This is the final post I have planned in the autocorrelation series. I’ll introduce a new concept called partial autocorrelation and show a couple examples of the concept in action. We’ll learn some important things about the stock market.
Without getting into the math, here’s a couple definitions you should commit to memory:
- Autocorrelation (“ACF”) measures the correlation between observations in a time series and observations a fixed unit of time away.
- Partial autocorrelation (“PACF”) measures the correlation between observations in a time series and observations a fixed unit of time away while controlling for indirect effects.
For example, here’s both ACF and PACF for monthly U.S. unemployment.
This is a common pattern you’ll see in the field often: a slow decay of ACF, and a spike in PACF. Starting at a lag of two months, PACF is basically zero.
This means that January’s unemployment influences March’s unemployment, but only because January influences February and February influences March. If unemployment were high in January and low in February, we would predict March’s unemployment to also be low.
In the Box-Jenkins methodology, ACF and PACF plots like this one are used to determine the correct model. Applying this step to a preexisting model will address seasonal patterns in residuals.
A few notes: Continue reading →
In my last post, I discussed the concept of correlation. In my free time since then, I’ve been playing a lot of Grand Theft Auto V. It’s time to merge these noble pursuits.
As you may know, GTA V includes an online stock market that allows players to invest their ill-gotten gains in fictitious companies. Naturally, a Reddit user has created an updating database of Stock Market prices. I play on a 360, so I’ve analyzed the Xbox prices. I’ve developed a strategy that will earn money in the long-run, but first let’s do some learning.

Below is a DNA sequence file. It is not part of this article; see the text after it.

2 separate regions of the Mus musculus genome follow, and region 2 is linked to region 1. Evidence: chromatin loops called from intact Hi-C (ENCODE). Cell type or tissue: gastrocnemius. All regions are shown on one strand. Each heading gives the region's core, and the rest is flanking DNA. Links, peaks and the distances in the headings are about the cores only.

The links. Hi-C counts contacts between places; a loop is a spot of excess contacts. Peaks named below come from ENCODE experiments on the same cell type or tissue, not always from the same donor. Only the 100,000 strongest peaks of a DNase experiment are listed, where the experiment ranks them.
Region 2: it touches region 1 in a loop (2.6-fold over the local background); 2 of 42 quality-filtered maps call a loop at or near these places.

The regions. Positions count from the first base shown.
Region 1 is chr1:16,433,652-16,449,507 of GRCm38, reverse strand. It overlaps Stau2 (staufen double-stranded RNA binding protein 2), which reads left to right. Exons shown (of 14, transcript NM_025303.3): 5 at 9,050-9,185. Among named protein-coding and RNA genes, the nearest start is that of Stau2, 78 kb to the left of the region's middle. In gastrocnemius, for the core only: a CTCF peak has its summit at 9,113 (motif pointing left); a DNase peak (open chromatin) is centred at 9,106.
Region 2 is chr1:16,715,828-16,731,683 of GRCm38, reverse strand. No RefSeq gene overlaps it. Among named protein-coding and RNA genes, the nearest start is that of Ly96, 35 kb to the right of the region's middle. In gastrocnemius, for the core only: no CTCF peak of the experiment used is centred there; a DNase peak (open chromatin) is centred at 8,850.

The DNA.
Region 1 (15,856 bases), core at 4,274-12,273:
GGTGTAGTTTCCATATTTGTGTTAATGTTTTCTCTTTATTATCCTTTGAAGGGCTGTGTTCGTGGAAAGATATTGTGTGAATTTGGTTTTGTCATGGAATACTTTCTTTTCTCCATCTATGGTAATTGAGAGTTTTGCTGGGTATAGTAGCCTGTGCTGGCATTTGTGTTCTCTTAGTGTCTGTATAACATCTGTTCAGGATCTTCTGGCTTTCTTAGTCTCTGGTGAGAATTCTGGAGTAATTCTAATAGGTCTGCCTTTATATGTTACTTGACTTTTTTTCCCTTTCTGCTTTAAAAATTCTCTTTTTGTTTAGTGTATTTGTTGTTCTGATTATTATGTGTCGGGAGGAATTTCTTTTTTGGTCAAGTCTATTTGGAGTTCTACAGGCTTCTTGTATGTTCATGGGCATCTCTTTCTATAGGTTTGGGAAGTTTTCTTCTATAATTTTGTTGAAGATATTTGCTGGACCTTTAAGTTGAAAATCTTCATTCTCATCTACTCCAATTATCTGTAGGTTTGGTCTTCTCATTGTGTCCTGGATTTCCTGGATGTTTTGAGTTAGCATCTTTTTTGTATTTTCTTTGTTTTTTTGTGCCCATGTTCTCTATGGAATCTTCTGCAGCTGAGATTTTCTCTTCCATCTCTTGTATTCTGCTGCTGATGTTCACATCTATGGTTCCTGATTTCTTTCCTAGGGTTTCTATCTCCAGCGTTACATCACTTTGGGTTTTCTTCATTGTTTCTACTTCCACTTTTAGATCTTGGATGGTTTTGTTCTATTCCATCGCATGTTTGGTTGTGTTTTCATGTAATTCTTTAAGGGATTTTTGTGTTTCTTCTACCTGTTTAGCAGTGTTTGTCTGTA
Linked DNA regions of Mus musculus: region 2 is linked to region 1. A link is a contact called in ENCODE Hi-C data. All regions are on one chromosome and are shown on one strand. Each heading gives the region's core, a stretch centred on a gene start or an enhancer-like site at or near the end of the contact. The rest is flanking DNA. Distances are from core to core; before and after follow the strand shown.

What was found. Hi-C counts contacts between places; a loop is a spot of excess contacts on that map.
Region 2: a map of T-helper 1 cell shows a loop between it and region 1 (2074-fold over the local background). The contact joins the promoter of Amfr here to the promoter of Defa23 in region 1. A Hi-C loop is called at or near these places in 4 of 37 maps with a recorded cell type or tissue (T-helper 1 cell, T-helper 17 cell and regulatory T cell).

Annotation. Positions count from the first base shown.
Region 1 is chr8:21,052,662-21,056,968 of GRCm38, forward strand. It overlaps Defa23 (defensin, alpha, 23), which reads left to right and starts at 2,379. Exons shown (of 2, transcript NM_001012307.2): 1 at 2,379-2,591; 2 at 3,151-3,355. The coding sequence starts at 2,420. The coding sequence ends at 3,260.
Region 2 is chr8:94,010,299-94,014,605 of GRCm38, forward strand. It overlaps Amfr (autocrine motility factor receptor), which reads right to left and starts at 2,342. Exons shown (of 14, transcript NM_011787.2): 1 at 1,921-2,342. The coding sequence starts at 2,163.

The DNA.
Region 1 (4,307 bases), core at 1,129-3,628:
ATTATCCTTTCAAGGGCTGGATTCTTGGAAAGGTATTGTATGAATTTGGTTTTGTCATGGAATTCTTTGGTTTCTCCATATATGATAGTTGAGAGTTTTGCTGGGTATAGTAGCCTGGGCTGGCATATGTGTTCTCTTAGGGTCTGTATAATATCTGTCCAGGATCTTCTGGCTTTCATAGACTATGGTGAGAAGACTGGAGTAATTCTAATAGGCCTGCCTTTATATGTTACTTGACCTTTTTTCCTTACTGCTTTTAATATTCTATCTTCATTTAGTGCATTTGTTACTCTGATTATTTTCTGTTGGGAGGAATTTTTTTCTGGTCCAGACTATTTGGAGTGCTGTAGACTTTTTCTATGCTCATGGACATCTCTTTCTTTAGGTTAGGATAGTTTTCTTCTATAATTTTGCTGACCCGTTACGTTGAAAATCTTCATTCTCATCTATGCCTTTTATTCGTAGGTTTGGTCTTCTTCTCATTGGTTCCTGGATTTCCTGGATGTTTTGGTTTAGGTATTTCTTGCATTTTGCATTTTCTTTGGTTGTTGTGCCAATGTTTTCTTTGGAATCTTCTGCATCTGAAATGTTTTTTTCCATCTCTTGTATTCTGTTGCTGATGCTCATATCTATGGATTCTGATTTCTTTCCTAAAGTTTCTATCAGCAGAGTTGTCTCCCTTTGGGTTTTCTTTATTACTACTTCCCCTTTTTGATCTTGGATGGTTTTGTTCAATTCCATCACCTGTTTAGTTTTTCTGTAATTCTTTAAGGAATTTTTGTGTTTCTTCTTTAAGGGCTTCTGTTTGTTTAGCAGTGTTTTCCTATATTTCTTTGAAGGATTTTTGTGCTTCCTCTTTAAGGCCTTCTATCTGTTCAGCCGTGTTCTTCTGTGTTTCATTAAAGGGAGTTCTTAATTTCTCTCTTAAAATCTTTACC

As we previously discussed, correlation is a measure of how well the highs of one series line up with the highs of another series. Autocorrelation is a measure of how well highs of a series line up with the highs of the previous observation of the same series. Continue reading →
Besides not being causation, many pedantically smart laymen don’t know what correlation is. I’m here to fix that with a mathematical, an intuitive explanation and a brief philosophical comment.
Correlation is a quantitative measure of how well the highs line up with the highs and the lows line up with the lows between two arrays. Correlation will always be between -1 and 1, inclusively. A correlation of 1 indicates a linear, positive relationship between two variables. A correlation of zero indicates no correlation. A correlation of negative one indicates a perfect, negative relationship.
This value can be computed in Excel through the CORREL() function, but stepping into the formula helps enhance the understanding. Feel free to skim over this part to the applications and philosophy sections. Mathematically, correlation can be computed as follows: Continue reading →